You’re basically looking at three different types of heaters: electric, propane, and butane. There isn’t much to tell - electric are going to eventually cop-out on you if you’re planning on camping for 2-3 days at a time. Butane will turn from liquid into gas at a higher temperature than propane, meaning a butane heater isn’t the most ideal model for winter camping. Propane are reliable, burn a little faster than butane, and retain their liquid form in colder climates.
Important Features to Look Out For
Heater Type - As we’ve just outlined in the previous section, the type of heater is going to come down to the fuel source type. Plan for the weather conditions, and you’ll know which type of heater you need.
Tipping Feature - Most commonly referred to as a safety feature, this is going to shut off your heater if you accidentally kick it over in your sleep, preventing a fire from sprouting out of you being a heavy sleeper. In short, it allows you some peace of mind.
Noise - Light sleeper? Depending on how many decibels the heater outputs, you’re going to be in for a rough night. It’s not recommended to bring noise cancelling headphones or earplugs into the wilderness, so it’s best to find out the noise level and either find out how to live with it, or let it be a defining factor in your final decision.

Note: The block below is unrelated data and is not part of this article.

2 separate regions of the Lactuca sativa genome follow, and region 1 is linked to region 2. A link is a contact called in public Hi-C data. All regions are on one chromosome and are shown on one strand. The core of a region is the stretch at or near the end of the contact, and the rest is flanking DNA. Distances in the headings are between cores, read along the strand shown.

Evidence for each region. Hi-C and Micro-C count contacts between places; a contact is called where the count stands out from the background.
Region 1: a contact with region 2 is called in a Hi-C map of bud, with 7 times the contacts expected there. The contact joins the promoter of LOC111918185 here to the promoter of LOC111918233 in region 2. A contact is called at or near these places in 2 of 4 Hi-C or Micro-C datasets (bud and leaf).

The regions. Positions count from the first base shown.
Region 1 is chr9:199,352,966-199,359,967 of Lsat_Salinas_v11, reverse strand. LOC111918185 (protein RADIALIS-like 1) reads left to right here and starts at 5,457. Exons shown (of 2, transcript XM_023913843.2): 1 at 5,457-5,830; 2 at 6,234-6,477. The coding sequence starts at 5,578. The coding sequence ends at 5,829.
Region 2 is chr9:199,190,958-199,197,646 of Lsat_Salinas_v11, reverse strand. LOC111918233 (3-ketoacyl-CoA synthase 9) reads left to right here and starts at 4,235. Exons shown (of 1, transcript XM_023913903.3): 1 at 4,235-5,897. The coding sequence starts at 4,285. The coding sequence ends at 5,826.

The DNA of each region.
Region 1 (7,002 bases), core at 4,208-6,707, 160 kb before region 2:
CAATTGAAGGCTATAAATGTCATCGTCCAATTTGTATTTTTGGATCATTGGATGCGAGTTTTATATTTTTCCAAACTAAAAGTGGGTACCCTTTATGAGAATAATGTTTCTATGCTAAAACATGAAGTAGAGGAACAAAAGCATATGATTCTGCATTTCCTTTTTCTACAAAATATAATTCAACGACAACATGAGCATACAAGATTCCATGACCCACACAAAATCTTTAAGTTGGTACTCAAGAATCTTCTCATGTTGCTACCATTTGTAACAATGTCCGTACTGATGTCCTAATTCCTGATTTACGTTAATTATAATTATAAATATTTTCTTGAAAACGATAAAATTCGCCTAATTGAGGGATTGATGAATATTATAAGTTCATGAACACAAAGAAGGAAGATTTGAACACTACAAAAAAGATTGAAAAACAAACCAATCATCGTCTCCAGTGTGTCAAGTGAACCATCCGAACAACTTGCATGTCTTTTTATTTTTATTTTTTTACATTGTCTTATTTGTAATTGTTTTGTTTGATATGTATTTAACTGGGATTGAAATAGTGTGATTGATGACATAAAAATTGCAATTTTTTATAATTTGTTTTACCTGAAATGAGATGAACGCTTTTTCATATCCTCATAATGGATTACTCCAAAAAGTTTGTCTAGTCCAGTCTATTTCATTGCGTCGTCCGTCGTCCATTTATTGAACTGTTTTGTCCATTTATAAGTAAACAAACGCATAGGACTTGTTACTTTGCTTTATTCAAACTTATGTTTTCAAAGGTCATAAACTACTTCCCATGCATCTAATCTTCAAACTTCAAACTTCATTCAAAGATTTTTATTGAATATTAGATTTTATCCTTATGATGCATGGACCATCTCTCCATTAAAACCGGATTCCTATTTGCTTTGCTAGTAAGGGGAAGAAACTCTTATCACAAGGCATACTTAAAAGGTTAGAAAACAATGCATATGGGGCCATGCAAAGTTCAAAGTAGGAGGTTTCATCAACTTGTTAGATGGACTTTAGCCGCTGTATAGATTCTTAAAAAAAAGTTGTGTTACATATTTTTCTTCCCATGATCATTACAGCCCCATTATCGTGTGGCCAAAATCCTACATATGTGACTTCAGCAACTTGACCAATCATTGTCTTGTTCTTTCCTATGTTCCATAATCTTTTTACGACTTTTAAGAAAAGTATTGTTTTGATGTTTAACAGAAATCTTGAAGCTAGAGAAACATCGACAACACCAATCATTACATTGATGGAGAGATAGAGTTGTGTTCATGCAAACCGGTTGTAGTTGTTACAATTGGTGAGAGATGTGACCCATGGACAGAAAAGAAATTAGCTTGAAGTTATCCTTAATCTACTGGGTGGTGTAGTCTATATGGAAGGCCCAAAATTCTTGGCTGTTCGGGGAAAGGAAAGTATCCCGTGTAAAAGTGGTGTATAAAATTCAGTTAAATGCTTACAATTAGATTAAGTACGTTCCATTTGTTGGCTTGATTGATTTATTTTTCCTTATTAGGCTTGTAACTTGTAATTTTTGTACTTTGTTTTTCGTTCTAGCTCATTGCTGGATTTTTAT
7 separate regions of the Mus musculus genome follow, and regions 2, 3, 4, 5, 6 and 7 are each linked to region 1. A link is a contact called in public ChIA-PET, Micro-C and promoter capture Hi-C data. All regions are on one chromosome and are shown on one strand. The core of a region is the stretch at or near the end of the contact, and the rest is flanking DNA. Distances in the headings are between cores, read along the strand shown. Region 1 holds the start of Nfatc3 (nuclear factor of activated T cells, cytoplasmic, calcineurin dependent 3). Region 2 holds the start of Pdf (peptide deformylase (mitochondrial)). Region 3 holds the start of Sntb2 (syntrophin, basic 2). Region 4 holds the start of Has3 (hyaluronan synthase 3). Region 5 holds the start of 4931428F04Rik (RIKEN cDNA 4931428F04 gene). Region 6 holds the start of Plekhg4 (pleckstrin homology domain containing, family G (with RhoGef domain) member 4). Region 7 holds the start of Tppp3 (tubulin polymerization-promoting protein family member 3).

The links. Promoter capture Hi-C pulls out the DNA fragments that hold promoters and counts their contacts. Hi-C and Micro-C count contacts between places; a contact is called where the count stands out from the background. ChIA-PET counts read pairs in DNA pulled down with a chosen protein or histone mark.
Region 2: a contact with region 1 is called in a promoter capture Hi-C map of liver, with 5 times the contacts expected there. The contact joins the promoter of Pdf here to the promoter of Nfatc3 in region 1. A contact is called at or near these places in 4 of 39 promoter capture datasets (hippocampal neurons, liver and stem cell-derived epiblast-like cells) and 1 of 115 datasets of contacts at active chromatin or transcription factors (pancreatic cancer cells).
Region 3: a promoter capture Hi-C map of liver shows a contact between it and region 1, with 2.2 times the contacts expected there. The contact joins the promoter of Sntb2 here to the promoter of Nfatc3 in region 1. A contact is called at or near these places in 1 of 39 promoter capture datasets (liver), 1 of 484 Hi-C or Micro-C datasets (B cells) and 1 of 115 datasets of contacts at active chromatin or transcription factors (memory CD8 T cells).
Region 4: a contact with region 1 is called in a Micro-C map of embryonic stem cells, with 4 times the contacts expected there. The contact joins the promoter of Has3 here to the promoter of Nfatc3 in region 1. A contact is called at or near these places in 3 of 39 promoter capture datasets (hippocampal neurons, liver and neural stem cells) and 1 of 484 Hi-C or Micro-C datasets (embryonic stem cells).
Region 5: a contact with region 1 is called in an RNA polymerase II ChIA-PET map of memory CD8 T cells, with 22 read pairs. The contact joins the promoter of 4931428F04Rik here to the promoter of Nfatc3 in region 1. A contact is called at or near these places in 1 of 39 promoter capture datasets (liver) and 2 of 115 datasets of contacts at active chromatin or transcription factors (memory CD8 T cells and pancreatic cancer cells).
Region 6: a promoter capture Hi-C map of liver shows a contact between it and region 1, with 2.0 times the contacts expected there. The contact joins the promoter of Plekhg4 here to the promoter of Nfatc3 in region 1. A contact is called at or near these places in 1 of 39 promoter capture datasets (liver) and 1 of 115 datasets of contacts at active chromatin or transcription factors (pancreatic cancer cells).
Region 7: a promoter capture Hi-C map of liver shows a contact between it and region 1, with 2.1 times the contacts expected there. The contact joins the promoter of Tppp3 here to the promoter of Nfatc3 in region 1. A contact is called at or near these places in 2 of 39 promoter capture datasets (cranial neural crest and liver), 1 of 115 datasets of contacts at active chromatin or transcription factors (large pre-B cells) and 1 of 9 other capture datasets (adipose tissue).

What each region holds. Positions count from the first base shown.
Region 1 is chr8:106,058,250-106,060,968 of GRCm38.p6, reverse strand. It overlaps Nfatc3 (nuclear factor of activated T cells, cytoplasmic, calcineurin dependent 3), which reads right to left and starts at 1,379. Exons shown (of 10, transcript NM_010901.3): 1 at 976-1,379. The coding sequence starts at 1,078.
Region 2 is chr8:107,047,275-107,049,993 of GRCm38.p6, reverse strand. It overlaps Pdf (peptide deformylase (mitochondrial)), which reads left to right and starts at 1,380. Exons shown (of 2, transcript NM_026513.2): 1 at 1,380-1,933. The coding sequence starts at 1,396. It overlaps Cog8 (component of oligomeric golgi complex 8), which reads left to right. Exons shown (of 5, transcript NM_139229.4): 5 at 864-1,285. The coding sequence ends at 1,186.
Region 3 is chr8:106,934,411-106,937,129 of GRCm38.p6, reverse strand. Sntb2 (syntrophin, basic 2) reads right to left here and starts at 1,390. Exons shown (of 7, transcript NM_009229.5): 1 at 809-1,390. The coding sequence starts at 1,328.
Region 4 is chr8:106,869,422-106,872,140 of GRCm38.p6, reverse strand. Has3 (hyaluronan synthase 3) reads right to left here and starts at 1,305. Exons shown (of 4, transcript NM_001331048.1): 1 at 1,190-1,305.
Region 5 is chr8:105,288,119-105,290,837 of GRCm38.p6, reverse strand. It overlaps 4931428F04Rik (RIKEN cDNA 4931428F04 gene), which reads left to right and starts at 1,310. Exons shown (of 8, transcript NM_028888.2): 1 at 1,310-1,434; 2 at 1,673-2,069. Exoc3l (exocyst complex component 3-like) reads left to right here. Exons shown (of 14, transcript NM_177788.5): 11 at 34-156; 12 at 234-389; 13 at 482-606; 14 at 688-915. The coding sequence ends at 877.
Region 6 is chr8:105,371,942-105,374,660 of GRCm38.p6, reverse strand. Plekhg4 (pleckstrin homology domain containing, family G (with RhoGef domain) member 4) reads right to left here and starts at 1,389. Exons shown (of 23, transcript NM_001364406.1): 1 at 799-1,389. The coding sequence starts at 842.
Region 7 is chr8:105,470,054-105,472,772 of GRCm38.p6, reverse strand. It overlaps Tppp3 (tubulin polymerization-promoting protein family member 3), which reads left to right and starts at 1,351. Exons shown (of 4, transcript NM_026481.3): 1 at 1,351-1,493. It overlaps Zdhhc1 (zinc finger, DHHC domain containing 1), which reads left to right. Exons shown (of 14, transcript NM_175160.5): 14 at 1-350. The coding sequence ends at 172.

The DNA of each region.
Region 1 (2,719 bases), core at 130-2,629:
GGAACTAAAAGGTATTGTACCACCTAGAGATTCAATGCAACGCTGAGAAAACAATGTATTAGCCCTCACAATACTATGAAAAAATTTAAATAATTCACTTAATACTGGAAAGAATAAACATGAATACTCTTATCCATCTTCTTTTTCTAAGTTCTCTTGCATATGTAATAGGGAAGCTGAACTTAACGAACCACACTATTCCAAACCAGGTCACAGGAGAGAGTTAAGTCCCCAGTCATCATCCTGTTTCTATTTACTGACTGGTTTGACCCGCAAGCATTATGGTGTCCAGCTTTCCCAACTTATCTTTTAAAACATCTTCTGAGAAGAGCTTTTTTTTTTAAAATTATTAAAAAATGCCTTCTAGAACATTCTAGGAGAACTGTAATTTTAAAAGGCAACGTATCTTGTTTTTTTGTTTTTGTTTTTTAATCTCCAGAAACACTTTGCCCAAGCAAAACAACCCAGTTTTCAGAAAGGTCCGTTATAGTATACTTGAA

Size/Weight - You don’t have a pack mule - you’re going to be hauling this in and out of the woods on your own, so paying close attention to the specifications for weight and size is going to be key. You don’t want to travel like a buffoon just to accommodate your needs; it all needs to be a seamless trek in and out of the woods.
Tent Heater FAQ
Q: How Much Heat in BTU Measurements do I Need?
A: BTUs stand for british thermal units, and there’s a fairly simple way to calculate your appropriate amount needed. Define your square footage, or cubic feet, by sizing-up your height, width, and length of the tent’s interior. Next, consider the material and how thick it is. If you’re going with a really thin tent and it’s howling cold outside, you’ll need an increase.
Tents will have insulation ratings attached to them. Look at those, and simply multiply the number you go with the rating. A rating of two is the equivalent of standard weather, while an eight (the maximum) is frigid, bone-chilling conditions. If you had, say, 100 cubic feet of space and you’re going camping in the dead of winter, you’ll most likely end up with an 800 BTU heater as a requirement for optimal insulation and heat retention.
Q: How Hot is “Too Hot” For my Tent?
A: In short, if it’s affecting your breathing, or you’re profusely sweating under your clothes, you have too much heat going on in your tent. Our bodies don’t always wake up when it’s too humid or hot, and high heats can mimic fevers. If the heat is pushing your internal body temperature past 106.1, you’re entering an (arguable) zone where you can start suffering slow brain damage.
Okay, it got kind of dark there for a minute. You can seriously hurt yourself with too much heat, which is why we recommend setting some phone alarms, or bringing alarm clocks with backup batteries with you, and breaking up your sleep to monitor the heat in your tent, particularly if it’s extremely cold outside.